I am reading this example on the playground, I don’t quite understand the code in the loop section

void loop () {

for (count=0; count<=7; count++) {

row = bin[count];

r0 = row & 0x01;

r1 = (row>>1) & 0x01;

r2 = (row>>2) & 0x01;

digitalWrite(2, r0);

digitalWrite(3, r1);

digitalWrite(4, r2);


delay (1000);


what does the r1 = (row>>1) & 0x01;

r2 = (row>>2) & 0x01;

mean? is that adding 1 to the r0 value? or is it a pointer to the next value? Ive never seen the >> used in any code. and also what does &0X01 mean?

any help would be appreciated to deepen my understanding. thanks

It read as number between 0 and 7 from array bin and then sets the port 2 to the rightmost bit, port 3 to the second rightmost bit and port 4 to the third rightmost bit by shifting out the bits already processed with the >> operator and clearing all except the rightmost bit with the bitwise and operator (&).

Look up your C-tutorial page about bitwise operators. Once you understand that, the code in this example will be very obvious.


thanks for the replies, I read a C programming link and that tutorial however I am still confused :-/

okay, say we run through the for loop starting with count = 0, I'm assuming the first address will be r0 r1 r2 = 000 to select the first pin of the MUX

row = bin[0] //which means that row = 000?
r0 = 000 & 001 // doesn't this equal 000? I thought it was supposed to equal 0?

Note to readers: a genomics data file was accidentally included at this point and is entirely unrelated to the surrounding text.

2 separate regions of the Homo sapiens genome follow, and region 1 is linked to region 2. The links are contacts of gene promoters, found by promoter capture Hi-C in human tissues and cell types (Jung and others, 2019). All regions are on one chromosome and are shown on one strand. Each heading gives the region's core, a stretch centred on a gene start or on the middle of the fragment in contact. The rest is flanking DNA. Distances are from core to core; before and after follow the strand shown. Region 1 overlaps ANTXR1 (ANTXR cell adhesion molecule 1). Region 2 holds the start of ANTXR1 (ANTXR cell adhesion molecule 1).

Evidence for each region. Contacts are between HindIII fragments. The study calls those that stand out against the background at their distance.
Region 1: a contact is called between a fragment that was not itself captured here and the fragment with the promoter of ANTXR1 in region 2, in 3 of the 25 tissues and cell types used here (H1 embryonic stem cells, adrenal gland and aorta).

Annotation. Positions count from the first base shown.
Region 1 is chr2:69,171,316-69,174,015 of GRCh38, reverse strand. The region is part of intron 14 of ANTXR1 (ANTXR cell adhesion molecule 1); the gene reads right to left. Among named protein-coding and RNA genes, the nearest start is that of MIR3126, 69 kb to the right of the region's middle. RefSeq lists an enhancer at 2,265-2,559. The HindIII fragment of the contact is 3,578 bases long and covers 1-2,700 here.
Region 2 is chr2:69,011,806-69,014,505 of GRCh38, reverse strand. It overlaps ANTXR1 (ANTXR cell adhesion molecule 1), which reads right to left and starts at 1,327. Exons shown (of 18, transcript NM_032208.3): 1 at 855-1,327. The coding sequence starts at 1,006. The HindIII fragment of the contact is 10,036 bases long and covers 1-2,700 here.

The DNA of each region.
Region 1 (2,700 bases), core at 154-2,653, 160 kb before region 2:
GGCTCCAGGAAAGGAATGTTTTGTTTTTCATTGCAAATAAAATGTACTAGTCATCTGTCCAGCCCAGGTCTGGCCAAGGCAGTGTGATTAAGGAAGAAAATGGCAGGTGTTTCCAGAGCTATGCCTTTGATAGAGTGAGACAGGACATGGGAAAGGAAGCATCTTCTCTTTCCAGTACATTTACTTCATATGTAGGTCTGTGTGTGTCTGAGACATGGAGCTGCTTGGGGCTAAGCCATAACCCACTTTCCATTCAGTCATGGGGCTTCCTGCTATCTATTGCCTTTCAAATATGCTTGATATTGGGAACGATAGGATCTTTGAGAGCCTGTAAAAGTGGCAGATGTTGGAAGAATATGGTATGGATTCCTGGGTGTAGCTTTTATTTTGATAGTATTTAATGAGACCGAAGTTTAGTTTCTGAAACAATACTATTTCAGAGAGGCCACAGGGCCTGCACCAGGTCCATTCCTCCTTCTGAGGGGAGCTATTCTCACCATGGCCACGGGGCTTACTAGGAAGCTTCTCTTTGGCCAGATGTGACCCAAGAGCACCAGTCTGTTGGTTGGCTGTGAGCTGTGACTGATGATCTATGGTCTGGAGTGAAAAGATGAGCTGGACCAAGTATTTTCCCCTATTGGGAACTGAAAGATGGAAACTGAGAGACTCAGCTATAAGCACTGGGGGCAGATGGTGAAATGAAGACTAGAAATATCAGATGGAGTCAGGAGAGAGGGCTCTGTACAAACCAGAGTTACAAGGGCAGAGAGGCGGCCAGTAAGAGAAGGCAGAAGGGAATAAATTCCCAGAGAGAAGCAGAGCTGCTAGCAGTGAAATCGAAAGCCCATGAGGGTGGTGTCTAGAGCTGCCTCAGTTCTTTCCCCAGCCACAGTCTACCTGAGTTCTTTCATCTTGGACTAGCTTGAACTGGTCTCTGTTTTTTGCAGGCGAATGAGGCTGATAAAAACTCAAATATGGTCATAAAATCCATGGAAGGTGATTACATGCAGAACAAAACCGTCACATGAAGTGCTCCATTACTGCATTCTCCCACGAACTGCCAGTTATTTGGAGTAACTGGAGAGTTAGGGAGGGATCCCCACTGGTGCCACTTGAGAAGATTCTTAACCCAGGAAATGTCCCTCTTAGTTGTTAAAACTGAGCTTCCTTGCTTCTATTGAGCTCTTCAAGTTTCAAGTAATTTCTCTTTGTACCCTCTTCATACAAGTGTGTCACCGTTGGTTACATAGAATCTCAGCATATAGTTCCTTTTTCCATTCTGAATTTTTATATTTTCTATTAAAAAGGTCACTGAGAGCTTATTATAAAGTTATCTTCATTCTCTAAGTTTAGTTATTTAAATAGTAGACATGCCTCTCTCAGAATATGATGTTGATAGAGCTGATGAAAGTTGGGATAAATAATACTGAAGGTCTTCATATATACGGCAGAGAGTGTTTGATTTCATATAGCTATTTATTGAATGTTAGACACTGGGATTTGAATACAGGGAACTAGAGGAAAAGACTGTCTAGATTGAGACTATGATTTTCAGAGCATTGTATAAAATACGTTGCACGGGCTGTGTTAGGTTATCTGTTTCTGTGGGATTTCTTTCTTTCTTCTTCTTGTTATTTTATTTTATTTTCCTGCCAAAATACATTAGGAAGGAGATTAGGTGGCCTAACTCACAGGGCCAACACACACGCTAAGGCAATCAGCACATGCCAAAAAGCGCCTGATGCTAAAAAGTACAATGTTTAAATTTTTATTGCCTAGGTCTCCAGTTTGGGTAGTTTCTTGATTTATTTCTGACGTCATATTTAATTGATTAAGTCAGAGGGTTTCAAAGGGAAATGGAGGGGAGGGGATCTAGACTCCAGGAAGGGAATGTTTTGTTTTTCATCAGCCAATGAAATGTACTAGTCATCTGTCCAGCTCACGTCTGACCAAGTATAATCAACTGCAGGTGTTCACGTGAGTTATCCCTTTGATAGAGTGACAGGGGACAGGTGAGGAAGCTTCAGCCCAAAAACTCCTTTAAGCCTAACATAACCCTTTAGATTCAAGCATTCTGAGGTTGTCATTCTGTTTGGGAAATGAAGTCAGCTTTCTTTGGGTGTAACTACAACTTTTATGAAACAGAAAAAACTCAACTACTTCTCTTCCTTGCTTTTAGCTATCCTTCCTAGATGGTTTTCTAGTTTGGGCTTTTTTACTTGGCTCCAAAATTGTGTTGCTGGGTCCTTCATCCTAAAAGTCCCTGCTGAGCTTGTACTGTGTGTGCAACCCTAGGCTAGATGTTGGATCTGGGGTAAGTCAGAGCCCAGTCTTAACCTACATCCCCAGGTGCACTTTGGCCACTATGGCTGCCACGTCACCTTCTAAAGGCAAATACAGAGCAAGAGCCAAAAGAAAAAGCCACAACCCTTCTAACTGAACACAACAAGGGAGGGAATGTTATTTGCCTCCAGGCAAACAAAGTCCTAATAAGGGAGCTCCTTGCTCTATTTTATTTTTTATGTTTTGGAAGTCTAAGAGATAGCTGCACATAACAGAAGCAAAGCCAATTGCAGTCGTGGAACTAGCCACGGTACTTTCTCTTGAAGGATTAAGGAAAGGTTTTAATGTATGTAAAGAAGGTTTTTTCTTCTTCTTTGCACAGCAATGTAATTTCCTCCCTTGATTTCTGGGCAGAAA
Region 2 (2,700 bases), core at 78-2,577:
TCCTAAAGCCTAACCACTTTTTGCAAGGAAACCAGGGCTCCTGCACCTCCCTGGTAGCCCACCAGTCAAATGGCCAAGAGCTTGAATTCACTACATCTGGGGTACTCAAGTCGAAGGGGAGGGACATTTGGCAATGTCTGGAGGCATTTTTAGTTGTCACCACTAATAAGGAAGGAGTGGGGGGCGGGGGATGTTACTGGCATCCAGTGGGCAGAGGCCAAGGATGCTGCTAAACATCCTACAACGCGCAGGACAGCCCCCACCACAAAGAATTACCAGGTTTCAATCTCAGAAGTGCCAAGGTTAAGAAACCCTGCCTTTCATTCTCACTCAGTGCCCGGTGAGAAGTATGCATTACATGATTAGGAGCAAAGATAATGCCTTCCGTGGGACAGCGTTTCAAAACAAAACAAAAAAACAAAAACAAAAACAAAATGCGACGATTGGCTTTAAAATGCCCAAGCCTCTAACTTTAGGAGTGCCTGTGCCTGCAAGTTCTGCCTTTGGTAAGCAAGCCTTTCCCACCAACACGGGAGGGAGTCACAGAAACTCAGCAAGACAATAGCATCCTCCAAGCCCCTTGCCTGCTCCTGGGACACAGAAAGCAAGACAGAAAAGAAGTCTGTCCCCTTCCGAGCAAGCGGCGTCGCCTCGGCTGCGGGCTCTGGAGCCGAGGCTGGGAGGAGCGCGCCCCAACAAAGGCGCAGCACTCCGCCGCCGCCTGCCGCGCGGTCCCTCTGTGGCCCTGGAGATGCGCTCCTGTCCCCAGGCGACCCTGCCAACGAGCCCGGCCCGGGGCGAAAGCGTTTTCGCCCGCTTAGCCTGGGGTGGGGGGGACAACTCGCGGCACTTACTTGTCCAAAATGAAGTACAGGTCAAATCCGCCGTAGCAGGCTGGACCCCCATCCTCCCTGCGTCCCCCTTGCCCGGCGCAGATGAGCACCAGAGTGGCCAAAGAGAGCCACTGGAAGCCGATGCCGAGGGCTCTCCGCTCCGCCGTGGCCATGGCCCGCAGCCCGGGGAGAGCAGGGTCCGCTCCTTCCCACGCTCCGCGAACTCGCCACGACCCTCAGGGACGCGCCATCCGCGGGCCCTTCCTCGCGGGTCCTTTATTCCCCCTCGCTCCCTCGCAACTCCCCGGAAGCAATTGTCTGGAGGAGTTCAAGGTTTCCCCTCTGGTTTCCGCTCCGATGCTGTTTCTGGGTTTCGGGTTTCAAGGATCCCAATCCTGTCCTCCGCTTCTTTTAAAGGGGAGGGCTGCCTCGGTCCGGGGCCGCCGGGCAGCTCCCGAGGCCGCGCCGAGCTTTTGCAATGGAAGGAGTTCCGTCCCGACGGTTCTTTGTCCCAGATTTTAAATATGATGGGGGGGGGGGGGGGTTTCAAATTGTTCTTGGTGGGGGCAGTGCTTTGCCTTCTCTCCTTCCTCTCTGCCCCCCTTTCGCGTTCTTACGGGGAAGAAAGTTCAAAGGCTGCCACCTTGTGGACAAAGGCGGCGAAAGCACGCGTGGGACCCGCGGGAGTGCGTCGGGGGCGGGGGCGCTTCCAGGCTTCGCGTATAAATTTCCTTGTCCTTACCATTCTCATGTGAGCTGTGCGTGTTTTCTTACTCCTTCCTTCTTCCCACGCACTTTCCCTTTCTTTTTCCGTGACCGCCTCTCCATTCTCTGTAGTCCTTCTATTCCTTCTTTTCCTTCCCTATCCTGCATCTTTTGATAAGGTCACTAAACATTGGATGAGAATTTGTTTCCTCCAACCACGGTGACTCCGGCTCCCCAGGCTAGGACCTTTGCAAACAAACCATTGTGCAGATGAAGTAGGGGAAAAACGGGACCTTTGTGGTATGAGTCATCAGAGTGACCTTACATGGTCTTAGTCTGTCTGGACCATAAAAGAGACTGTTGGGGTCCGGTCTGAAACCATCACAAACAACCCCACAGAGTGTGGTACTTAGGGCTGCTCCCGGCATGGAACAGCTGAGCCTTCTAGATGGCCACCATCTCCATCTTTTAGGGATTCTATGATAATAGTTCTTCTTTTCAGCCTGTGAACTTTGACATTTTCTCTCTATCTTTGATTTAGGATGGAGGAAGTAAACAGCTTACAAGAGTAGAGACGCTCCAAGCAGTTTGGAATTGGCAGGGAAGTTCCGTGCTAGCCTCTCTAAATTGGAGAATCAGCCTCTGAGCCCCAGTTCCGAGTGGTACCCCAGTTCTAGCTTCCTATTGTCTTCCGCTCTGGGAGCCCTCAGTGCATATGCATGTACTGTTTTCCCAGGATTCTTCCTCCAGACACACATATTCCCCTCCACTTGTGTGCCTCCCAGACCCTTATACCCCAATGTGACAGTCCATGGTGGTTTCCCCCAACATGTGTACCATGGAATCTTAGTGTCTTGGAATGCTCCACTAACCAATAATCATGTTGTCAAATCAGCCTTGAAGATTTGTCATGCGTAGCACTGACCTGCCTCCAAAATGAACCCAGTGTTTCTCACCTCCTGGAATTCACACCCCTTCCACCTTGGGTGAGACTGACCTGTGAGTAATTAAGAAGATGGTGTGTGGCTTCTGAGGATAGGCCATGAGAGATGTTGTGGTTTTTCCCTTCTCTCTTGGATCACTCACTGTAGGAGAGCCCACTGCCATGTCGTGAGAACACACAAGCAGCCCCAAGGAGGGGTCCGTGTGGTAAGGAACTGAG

r1 = (row>>1) & 0x01 //still 000 right?
r2 = (row>>1) //

wouldn't it write 000 000 000?

then when count = 1
row = bin[1]; //row = 1?
r0 = 1 & 001? // how can you compare these two?

any help running through the for loop would be greatly appreciated.

For 000 it would write r0=0, r1=0 and r2=0.
For 001 it would write r0=1, r1=0 and r2=0.
For 011 it would write r0=1, r1=1 and r2=0.


Right, I understand how addressing for multiplexers work and how binary numbers are represented, but I'm just lost in the code in this example.

Binary numbers are just numbers like any other. It doesn't matter how you write them (0b010 or 0x2 or 2). To understand what the bitwise operators >> and & do and to understand why this is done in this code, best run the 3 lines of code on paper with a pen. The number 0 is a really bad example because nothing happens use 3 (binary 011) or 5 (binary 101). Then you'll see how the bit move and get cleared.